There was a time many years ago when students went to class, got educated, then either went off to college to continue their schooling or entered the military and/or workplace.
Usually during that journey through junior high and high school, the most contact students had with their teachers was raising their hand in class to answer or ask a question, perhaps question some test results. Boy, have times changed in just the last few decades.
For those in the Cincinnati Bengals organization and one area high school, they are getting lots of publicity these days, not exactly the kind they’d want to be pumping out via press releases.
According to reports, the captain of the Cincinnati Ben-Gals cheerleading squad, Sarah Jones, has been indicted by a grand jury for allegedly having sexual relations with a teen student while she taught English at a nearby high school. Prosecutors have not stated whether the student is male or female or if they are still attending the school.
Jones was indicted March 29 on first-degree sexual abuse and unlawful use of electronic means to induce someone under 18 to take part in sexual or other prohibited acts. In an interesting twist, her mother, Cheryl Jones, was also indicted and charged with tampering with physical evidence tied to her daughter’s case. Cheryl Jones is the principal at an area middle school.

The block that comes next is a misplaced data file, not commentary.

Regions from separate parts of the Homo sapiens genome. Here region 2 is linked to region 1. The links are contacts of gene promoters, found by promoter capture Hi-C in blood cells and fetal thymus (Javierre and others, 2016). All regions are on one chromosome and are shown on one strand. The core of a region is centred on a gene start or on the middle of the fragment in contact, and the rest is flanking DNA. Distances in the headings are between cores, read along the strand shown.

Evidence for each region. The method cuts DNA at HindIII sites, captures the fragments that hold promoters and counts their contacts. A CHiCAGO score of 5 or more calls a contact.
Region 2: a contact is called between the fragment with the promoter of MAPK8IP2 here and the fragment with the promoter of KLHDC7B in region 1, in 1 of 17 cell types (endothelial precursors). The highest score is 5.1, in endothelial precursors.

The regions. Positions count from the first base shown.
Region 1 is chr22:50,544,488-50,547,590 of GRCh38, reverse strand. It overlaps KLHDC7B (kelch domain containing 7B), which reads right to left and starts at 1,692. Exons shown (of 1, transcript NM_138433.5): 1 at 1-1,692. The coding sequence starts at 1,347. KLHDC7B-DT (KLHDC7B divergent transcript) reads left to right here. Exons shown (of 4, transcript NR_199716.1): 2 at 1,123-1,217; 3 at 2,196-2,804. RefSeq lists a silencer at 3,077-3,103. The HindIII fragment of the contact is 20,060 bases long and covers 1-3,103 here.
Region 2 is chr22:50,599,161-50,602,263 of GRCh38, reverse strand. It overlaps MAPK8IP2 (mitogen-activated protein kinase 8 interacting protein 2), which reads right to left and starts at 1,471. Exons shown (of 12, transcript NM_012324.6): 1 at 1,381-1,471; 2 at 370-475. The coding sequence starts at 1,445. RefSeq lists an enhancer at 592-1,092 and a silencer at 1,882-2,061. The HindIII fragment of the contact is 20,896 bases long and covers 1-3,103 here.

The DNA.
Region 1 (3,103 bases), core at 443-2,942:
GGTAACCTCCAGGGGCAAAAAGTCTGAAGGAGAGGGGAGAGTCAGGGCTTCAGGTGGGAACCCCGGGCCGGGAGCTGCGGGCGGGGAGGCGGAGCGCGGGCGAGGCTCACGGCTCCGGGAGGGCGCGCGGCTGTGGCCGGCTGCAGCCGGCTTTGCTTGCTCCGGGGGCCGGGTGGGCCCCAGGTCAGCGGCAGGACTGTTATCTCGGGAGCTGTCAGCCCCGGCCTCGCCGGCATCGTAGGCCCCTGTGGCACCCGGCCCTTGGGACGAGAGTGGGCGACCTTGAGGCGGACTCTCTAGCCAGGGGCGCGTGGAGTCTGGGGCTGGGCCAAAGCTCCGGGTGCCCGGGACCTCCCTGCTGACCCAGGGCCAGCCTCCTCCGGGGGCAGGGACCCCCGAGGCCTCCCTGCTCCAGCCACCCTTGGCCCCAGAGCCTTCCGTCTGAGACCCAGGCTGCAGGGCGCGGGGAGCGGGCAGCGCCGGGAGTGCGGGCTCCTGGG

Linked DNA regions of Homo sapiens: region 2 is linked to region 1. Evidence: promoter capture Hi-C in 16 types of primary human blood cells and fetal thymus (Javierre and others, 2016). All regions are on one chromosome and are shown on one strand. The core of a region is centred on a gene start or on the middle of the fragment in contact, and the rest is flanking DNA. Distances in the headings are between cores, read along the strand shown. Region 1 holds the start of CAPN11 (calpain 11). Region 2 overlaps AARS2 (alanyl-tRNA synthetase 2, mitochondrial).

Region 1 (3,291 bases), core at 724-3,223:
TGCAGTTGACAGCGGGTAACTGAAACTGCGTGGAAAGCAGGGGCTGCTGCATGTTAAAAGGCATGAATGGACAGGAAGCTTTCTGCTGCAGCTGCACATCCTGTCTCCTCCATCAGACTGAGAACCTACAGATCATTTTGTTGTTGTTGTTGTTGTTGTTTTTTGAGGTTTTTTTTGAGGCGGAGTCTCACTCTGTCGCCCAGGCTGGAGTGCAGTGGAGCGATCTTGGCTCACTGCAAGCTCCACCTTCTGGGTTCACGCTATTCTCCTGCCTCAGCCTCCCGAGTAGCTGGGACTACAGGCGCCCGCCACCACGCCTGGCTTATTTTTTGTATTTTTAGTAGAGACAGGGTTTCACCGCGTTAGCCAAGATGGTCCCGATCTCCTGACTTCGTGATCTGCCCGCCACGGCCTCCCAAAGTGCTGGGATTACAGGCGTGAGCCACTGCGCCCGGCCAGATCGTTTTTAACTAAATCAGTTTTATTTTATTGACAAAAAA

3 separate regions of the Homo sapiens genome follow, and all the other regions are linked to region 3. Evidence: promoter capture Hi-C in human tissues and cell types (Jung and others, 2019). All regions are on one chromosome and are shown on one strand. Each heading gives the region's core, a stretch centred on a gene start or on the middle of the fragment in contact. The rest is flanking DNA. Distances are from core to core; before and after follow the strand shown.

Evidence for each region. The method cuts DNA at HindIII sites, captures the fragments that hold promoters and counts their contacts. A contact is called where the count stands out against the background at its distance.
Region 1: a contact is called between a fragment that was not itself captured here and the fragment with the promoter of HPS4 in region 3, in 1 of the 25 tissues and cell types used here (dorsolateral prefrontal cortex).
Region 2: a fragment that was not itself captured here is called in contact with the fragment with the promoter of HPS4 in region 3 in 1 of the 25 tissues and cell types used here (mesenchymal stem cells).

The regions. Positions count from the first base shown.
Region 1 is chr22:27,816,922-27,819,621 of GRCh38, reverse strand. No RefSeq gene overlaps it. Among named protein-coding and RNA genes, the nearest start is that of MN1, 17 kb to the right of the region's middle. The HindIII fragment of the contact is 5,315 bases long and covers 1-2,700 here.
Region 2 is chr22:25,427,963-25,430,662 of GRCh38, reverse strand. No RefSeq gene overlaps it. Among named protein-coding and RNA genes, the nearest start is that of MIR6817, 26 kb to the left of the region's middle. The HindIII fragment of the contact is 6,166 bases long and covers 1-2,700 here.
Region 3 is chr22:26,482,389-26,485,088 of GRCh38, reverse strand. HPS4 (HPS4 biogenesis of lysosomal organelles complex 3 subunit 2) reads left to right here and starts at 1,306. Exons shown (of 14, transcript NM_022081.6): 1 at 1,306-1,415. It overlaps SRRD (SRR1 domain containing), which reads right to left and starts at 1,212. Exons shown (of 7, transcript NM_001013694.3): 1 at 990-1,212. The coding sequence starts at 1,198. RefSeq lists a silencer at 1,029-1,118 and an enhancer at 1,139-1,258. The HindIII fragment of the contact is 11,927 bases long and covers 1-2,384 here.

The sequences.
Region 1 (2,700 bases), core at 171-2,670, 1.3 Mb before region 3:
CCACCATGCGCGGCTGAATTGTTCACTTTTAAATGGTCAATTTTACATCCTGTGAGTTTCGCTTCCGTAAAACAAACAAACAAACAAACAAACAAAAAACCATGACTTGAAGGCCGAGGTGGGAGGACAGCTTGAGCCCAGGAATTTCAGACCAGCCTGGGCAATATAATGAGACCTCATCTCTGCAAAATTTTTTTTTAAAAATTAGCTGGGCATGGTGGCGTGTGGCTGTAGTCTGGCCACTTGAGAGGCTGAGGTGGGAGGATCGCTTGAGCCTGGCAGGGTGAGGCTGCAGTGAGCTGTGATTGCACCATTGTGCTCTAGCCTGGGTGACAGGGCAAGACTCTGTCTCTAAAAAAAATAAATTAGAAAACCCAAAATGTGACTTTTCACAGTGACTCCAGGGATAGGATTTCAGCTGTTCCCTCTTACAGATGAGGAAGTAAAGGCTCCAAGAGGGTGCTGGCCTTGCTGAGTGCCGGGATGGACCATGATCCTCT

According to Kentucky law, it is considered a felony for an individual in authority to have consensual sex with someone under 18. In all other instances in the Commonwealth, the age of consent is considered 16.
Sarah Jones, who previously taught at Dixie Heights High School in Edgewood, Kentucky, was 26 at the time when she resigned from her job last November, citing personal reasons.
This is not Jones’ first time in the eyes of the courts.
She sued the Web Site TheDirty.com for $11 million, claiming she was defamed several years ago when the site posted images of her tied to comments that she had sex with several members of the Bengals. Both the photos and comments were provided anonymously to the site. That case is set to go to trial this June, and the Web site has appealed its case to the 6th U.S. Circuit Court of Appeals in Cincinnati.
Meantime, Jones and her mother are slated to be arraigned on the charges April 2.
If the younger Jones is convicted on all charges, she could spend a decade in prison. If not, she could be cashing in on her recent fame as many others have, be they magazine or television interview deals.
Either way, these allegations are yet another black eye for the majority of teachers nationwide that show up daily and just do what they were hired for in the first place, teaching.
Photo credit: Kenton County Detention Center